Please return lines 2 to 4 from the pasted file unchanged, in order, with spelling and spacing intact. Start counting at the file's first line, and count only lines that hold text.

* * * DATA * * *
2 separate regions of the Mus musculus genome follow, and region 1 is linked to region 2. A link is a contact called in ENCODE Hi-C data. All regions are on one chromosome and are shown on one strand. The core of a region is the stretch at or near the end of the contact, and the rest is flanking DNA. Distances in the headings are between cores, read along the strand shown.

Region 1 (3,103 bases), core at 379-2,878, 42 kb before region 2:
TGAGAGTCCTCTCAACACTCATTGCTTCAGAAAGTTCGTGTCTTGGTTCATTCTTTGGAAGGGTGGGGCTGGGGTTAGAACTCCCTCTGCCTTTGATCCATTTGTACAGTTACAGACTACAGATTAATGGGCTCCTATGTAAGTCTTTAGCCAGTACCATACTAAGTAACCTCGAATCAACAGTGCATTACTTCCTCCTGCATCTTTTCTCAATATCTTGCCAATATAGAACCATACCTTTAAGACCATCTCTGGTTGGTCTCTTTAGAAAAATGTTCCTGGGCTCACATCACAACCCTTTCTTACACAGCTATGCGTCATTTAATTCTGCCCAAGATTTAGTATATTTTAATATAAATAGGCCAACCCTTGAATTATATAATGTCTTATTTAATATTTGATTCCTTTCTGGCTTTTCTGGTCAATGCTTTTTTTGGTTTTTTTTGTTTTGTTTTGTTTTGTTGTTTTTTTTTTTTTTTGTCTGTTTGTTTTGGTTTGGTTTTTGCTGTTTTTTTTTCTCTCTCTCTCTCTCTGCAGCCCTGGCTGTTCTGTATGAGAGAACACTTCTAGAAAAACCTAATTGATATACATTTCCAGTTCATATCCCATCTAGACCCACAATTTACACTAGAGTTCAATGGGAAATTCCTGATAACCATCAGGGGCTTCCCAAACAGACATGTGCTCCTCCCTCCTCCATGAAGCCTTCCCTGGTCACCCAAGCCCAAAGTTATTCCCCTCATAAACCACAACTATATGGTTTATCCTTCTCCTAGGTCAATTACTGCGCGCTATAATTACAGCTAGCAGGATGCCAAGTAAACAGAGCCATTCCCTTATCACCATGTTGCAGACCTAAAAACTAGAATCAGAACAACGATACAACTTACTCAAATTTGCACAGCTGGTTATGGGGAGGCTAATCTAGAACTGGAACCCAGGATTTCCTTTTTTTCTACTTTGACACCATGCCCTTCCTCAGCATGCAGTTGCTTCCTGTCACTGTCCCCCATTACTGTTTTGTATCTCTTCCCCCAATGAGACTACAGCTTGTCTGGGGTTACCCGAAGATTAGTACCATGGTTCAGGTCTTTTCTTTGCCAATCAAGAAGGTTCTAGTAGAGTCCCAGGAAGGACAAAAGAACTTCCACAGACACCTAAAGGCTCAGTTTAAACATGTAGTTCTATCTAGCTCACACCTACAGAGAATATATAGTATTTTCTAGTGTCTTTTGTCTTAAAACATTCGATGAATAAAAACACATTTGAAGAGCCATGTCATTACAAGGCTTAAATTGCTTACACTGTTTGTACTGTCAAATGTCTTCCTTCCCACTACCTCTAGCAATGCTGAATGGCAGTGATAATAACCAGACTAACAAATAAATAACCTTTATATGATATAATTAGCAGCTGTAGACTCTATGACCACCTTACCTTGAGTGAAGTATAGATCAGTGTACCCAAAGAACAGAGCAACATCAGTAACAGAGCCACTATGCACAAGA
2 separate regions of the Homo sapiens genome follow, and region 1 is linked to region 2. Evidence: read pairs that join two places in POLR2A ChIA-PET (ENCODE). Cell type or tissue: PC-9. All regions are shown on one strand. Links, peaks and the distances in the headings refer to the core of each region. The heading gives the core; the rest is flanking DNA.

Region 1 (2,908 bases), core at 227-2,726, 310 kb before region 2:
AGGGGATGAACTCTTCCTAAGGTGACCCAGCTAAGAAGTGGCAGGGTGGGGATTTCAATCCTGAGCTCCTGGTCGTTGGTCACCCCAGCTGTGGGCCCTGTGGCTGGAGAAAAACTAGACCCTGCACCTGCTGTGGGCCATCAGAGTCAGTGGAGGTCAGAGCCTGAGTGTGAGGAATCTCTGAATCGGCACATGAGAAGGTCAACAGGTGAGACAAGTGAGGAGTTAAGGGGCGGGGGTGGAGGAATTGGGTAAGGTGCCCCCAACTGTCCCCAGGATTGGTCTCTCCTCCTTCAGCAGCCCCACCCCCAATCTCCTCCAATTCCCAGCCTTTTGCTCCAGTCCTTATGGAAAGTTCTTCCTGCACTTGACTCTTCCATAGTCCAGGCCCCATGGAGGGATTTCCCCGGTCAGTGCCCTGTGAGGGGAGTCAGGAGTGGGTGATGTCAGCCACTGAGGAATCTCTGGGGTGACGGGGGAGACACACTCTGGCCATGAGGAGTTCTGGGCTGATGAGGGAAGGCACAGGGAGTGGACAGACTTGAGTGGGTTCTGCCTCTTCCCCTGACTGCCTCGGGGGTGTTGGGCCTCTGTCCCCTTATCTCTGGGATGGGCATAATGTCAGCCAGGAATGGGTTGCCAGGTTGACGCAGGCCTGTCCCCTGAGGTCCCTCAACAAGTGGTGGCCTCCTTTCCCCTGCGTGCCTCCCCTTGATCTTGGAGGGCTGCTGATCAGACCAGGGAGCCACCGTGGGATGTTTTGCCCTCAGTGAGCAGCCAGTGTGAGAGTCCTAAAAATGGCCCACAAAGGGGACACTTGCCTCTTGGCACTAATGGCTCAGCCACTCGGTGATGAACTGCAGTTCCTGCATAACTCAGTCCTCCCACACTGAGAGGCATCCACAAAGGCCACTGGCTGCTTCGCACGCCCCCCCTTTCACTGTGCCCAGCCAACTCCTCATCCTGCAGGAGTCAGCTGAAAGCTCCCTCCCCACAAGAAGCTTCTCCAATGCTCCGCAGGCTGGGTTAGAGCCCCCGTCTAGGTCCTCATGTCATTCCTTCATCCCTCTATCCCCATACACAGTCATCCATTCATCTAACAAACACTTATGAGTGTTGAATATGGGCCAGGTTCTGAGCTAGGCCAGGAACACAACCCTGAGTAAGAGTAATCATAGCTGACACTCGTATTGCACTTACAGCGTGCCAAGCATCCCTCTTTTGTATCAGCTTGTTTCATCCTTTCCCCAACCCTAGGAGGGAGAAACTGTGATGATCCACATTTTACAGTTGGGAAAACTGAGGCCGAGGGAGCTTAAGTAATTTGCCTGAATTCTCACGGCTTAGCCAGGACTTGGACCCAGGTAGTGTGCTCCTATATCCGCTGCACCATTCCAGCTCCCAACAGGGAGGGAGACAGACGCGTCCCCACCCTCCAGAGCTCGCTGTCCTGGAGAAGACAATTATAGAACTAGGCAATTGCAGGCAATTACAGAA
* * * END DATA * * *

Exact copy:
Region 1 (3,103 bases), core at 379-2,878, 42 kb before region 2:
TGAGAGTCCTCTCAACACTCATTGCTTCAGAAAGTTCGTGTCTTGGTTCATTCTTTGGAAGGGTGGGGCTGGGGTTAGAACTCCCTCTGCCTTTGATCCATTTGTACAGTTACAGACTACAGATTAATGGGCTCCTATGTAAGTCTTTAGCCAGTACCATACTAAGTAACCTCGAATCAACAGTGCATTACTTCCTCCTGCATCTTTTCTCAATATCTTGCCAATATAGAACCATACCTTTAAGACCATCTCTGGTTGGTCTCTTTAGAAAAATGTTCCTGGGCTCACATCACAACCCTTTCTTACACAGCTATGCGTCATTTAATTCTGCCCAAGATTTAGTATATTTTAATATAAATAGGCCAACCCTTGAATTATATAATGTCTTATTTAATATTTGATTCCTTTCTGGCTTTTCTGGTCAATGCTTTTTTTGGTTTTTTTTGTTTTGTTTTGTTTTGTTGTTTTTTTTTTTTTTTGTCTGTTTGTTTTGGTTTGGTTTTTGCTGTTTTTTTTTCTCTCTCTCTCTCTCTGCAGCCCTGGCTGTTCTGTATGAGAGAACACTTCTAGAAAAACCTAATTGATATACATTTCCAGTTCATATCCCATCTAGACCCACAATTTACACTAGAGTTCAATGGGAAATTCCTGATAACCATCAGGGGCTTCCCAAACAGACATGTGCTCCTCCCTCCTCCATGAAGCCTTCCCTGGTCACCCAAGCCCAAAGTTATTCCCCTCATAAACCACAACTATATGGTTTATCCTTCTCCTAGGTCAATTACTGCGCGCTATAATTACAGCTAGCAGGATGCCAAGTAAACAGAGCCATTCCCTTATCACCATGTTGCAGACCTAAAAACTAGAATCAGAACAACGATACAACTTACTCAAATTTGCACAGCTGGTTATGGGGAGGCTAATCTAGAACTGGAACCCAGGATTTCCTTTTTTTCTACTTTGACACCATGCCCTTCCTCAGCATGCAGTTGCTTCCTGTCACTGTCCCCCATTACTGTTTTGTATCTCTTCCCCCAATGAGACTACAGCTTGTCTGGGGTTACCCGAAGATTAGTACCATGGTTCAGGTCTTTTCTTTGCCAATCAAGAAGGTTCTAGTAGAGTCCCAGGAAGGACAAAAGAACTTCCACAGACACCTAAAGGCTCAGTTTAAACATGTAGTTCTATCTAGCTCACACCTACAGAGAATATATAGTATTTTCTAGTGTCTTTTGTCTTAAAACATTCGATGAATAAAAACACATTTGAAGAGCCATGTCATTACAAGGCTTAAATTGCTTACACTGTTTGTACTGTCAAATGTCTTCCTTCCCACTACCTCTAGCAATGCTGAATGGCAGTGATAATAACCAGACTAACAAATAAATAACCTTTATATGATATAATTAGCAGCTGTAGACTCTATGACCACCTTACCTTGAGTGAAGTATAGATCAGTGTACCCAAAGAACAGAGCAACATCAGTAACAGAGCCACTATGCACAAGA
2 separate regions of the Homo sapiens genome follow, and region 1 is linked to region 2. Evidence: read pairs that join two places in POLR2A ChIA-PET (ENCODE). Cell type or tissue: PC-9. All regions are shown on one strand. Links, peaks and the distances in the headings refer to the core of each region. The heading gives the core; the rest is flanking DNA.